News for the Hospitality Executive
|By Rick Barrett, Milwaukee Journal Sentinel
Knight Ridder/Tribune Business News
Nov. 11, 2003 - The number of U.S. travelers planning to spend more than $5,000 on vacation in 2004 is up nearly double from 2003, a new survey from American Express shows.
It's good news for the travel industry, with consumers reporting a renewed desire to venture farther from home, according to the survey of 1,356 adults.
The American Express Leisure Travel Index looked at leisure travel spending budgets and where and when people vacation.
On average, travelers expect to spend $2,962 in 2004 on airfare, accommodations, sightseeing, meals, souvenirs and other vacation expenses. That's up 37 percent from $2,163 in 2003.
The percentage of travelers planning to spend more than $5,000 on vacation will nearly double, from 6 percent in 2003 to 11 percent in 2004, according to the survey.
Mark Travel Corp., based in Milwaukee, has noticed a similar trend toward vacationers spending more and traveling longer distances.
Advanced sales for January through April 2004 are up 2 percent over a year earlier and are up about 10 percent from two years ago, said John Tarkowski, Mark Travel national marketing director.
"Five and six-star resorts are really what's selling," he said. "People have gone cheaper the last couple of years, and now they have started to loosen up. For the first time in a long while, the signs are good."
Many spring-break and summer vacations have already been booked and paid for so that people get their first choices in travel dates, said Jane Foldy, senior product manager for Midwest Airlines Vacations, a service of Mark Travel.
Vacationers might be willing to dig deeper into their wallets, but many business travelers are not willing to return to generous spending days, according to new data.
Of 110 companies surveyed by the Business Travel Coalition, nearly 55 percent said their travel spending will be flat in 2004, while 18 percent said their spending will be down from 2003.
"The common theme is that companies are holding the line on travel budgets as much as they possibly can," said Kevin Mitchell, chairman of the Radnor, Pa.-based Business Travel Coalition.
Companies have become hooked on discount airlines and low corporate rates for services like hotels, according to Mitchell.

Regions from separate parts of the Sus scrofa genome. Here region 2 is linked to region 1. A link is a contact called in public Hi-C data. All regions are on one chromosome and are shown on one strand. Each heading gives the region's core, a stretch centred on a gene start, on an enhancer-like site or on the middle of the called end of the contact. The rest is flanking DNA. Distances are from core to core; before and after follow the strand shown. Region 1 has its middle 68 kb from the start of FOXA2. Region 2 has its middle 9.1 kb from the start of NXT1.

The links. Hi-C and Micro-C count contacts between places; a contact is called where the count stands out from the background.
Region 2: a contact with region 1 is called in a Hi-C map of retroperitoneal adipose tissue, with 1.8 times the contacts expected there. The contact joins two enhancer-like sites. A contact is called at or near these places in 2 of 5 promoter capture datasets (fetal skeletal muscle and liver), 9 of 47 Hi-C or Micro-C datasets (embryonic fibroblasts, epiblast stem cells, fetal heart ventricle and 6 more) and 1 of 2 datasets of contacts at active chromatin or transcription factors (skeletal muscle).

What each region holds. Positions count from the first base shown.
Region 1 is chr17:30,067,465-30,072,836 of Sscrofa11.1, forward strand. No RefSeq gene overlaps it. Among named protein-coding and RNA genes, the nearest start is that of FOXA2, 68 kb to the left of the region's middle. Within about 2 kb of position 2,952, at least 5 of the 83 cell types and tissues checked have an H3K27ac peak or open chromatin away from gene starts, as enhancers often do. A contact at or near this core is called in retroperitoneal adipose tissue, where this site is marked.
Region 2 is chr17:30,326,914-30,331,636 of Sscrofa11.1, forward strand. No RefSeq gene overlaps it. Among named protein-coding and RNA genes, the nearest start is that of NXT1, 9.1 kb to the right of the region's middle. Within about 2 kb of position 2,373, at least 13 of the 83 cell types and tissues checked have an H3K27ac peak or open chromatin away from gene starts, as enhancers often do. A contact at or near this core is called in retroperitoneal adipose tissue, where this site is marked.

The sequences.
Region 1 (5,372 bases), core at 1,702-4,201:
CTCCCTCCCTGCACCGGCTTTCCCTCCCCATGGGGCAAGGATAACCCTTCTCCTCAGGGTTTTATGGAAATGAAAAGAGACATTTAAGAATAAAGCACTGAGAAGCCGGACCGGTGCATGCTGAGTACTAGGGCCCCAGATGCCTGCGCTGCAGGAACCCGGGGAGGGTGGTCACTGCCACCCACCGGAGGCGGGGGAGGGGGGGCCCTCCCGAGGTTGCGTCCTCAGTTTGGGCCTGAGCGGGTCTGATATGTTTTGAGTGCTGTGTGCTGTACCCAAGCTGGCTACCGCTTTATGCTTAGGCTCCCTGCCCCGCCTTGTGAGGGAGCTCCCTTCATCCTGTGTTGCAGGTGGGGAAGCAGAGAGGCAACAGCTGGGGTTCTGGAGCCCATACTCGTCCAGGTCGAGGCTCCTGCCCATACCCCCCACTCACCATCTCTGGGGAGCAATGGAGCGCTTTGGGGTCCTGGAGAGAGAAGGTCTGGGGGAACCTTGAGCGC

"Travel cuts made during the recent recession were not crude percentage reductions, nor were they for the near-term," he said. "Changes to policies and purchasing strategies were well thought out ... In other words, changes were meant to be permanent."
Overall, business airfares are expected to increase only 5 percent in 2004, according to the National Business Travel Association, based in Alexandria, Va.
The NBTA predicts the beginning of a recovery in business travel in 2004. Companies are expected to increase their meeting and convention budgets, although those funds will come under close scrutiny.
The cost-conscious nature of business travelers the last two years will remain, said Katie Beddingfield, NBTA spokeswoman.
Business travelers are pinching pennies in dozens of ways. Hotel revenues, for example, have suffered as travelers have turned to mobile phones to avoid hotel-room surcharges, according to the NBTA.
Overall, hotel rates are expected to increase 3 percent in 2004, the association said in a recent report. Occupancy rates have increased slowly this year, and the trend is expected to continue in 2004.
"However, luxury properties continued to suffer from tighter corporate travel budgets, as more travelers frequented more mid-priced brands," the report said. "In 2004, hotel profitability will remain vulnerable to cautious business spending, price sensitivity, and security threats."
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